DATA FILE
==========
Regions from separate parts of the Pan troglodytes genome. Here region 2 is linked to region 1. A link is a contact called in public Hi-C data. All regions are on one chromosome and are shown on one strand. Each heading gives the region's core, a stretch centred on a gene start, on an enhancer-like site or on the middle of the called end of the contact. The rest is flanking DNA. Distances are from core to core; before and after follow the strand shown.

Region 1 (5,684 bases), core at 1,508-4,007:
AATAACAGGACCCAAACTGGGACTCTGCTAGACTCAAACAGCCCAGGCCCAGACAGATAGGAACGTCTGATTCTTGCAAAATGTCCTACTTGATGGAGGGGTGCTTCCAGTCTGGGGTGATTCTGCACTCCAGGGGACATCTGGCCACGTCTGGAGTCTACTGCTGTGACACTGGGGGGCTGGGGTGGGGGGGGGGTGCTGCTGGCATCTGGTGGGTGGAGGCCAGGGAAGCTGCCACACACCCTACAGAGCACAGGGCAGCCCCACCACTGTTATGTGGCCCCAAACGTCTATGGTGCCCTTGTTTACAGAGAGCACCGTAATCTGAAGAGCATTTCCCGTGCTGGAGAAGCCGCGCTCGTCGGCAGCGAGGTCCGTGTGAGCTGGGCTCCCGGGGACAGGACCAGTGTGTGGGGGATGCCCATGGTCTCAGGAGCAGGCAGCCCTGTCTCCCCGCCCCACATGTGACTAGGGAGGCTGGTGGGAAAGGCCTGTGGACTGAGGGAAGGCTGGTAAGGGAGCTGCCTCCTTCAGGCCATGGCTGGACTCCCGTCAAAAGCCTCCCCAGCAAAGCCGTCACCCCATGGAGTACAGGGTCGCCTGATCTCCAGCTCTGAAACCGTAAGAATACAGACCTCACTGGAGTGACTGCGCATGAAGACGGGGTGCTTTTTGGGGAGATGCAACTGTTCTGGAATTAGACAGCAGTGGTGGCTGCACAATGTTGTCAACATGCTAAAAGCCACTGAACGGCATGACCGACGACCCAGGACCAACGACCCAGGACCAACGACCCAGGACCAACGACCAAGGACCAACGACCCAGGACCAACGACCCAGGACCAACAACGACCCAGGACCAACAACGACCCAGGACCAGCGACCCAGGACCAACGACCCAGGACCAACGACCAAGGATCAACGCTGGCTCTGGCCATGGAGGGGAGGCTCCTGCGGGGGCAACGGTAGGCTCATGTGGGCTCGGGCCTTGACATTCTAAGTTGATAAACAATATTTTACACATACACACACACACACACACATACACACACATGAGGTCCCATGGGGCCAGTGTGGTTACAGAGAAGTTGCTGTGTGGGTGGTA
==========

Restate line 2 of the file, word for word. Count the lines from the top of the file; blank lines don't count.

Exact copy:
Region 1 (5,684 bases), core at 1,508-4,007: